Ancient Egypt – The Old Kingdom (2700-2200 BC)

By Professor Emeritus John Baines, University of Oxford

The Age of the Great Pyramids

This podcast will appeal to anyone who wants to know more about this popular area of history and wants that information from one of the world’s leading academics on the subject.

Most of us have read an article, watched a documentary or visited a museum that has an ancient Egyptian artefact of some sort. The pyramids, mummies and animal-headed gods have been part of many of our educational journeys through the past. However, for so many of us ancient Egypt is an area where hundreds of years are condensed together and where myth and reality easily entwine.

To understand the 500 years of the Old Kingdom often comes in the form of oversimplified books for children or heavily detailed and daunting works of scholarship. That is why we have produced this new podcast, created and delivered by Professor Emeritus John Baines (University of Oxford). In it he explores key questions about what an ancient civilization is, what was the everyday life of the Egyptian people, what other civilizations or cultures it was surrounded by and interacted with and what is the true impact and legacy of the Old Kingdom.

The Old Kingdom

In ancient Egyptian history, the Old Kingdom is the period spanning c.2700–2200 BC. It is also known as the ‘Age of the Pyramids’ or the Age of the Pyramid Builders, as it encompasses the reigns of the great pyramid-builders of the Fourth Dynasty, such as King Sneferu, who perfected the art of pyramid-building, and the kings Khufu, Khafre and Menkaure, who constructed the pyramids at Giza. 

Egypt attained its first sustained peak of civilisation during the Old Kingdom, the first of three so-called Kingdom periods (followed by the Middle Kingdom and New Kingdom), which mark the high points of civilisation in the lower Nile Valley.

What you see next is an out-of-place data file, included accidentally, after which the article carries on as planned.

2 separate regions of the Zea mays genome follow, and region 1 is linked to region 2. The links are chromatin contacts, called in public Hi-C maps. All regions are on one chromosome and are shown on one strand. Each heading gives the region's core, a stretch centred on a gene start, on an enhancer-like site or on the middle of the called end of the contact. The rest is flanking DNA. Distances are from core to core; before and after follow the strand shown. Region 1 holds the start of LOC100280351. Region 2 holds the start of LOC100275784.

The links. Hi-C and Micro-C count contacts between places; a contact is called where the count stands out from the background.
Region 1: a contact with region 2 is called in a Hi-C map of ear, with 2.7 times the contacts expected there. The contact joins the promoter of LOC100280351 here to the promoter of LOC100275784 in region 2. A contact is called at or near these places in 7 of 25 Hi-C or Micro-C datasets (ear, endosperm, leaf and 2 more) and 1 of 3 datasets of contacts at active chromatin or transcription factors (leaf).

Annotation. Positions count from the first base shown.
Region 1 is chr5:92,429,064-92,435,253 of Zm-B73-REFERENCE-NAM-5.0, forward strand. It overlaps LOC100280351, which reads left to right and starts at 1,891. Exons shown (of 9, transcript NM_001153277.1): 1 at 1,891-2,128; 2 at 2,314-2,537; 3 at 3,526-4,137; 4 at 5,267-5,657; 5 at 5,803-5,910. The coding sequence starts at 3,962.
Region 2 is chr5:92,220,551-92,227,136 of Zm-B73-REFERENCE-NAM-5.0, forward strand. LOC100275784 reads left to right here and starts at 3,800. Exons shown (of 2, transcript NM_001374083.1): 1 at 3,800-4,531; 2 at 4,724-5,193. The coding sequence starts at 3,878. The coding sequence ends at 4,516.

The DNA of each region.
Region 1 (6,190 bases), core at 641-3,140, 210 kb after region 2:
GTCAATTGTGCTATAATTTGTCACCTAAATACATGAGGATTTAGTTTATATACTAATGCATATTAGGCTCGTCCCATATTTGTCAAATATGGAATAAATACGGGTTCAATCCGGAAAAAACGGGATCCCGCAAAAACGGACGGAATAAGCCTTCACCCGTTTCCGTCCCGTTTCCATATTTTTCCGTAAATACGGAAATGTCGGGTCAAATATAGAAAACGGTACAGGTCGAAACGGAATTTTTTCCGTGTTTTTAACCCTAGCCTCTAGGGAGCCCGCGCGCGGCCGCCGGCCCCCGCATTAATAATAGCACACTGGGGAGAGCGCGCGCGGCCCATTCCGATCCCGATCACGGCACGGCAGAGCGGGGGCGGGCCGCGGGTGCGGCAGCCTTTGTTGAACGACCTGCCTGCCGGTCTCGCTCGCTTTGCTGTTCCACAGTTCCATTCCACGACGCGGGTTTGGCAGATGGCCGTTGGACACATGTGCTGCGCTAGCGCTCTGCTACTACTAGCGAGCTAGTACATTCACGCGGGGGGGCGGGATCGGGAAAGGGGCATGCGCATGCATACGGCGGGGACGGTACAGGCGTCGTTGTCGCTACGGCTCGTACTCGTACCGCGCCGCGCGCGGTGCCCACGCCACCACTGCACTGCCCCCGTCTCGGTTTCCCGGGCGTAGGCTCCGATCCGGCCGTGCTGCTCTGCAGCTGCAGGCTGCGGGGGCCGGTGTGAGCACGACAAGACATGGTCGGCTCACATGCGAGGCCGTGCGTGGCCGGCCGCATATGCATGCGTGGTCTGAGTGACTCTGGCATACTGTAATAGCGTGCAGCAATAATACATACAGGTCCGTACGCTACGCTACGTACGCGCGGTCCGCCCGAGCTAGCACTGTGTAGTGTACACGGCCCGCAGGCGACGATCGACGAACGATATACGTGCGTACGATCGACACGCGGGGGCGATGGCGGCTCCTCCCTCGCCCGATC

In this podcast Professor Emeritus Baines talks about the emergence of an early Egyptian civilisation, provides an introduction to the development and achievements of the Old Kingdom and discusses the evolution of hieroglyphics and their proliferation across the lower Nile Valley. Professor Baines also reflects upon ancient Egyptian cosmology, compares it to the systems developing in contemporary civilisations in the Near East and looks at the role of religion in Egyptian society. 

1. When did you first come in contact with Ancient Egyptian history?
2. What is a civilisation?
3. When do we see the emergence of an early Egyptian civilisation? What sources do we have?
4. Why was Egypt such a fertile place for a civilisation to develop?
5. How does Egypt transform from a land of separate farming communities into a single unified state?
6. How is the state administered?
7. How was the state organised and divided?
8. When do we start to see the use of hieroglyphics? At what point do we see their widespread use?
9. Do we get any biographical information about kings/nobles within the tombs/pyramids?
10. To what extent does the Old Kingdom represent a revolution in architecture, art and technology? What fuels this transformation?
11. Which dynasty represented the golden age of the Old Kingdom?
12. What other civilisations existed alongside the Old Kingdom?
13. What do we know about the development of religion in this early period? How central was religion to the state and to everyday life?
14. When do we start to see and Egyptian cosmology?
15. How similar is Old Kingdom religion and cosmology to the religions of contemporary civilisations in the Near East?
16. What leads to the collapse of the Old Kingdom?
17. What was the legacy of the Old Kingdom?
18. Why does the Old Kingdom have such a strong place in our imagination?

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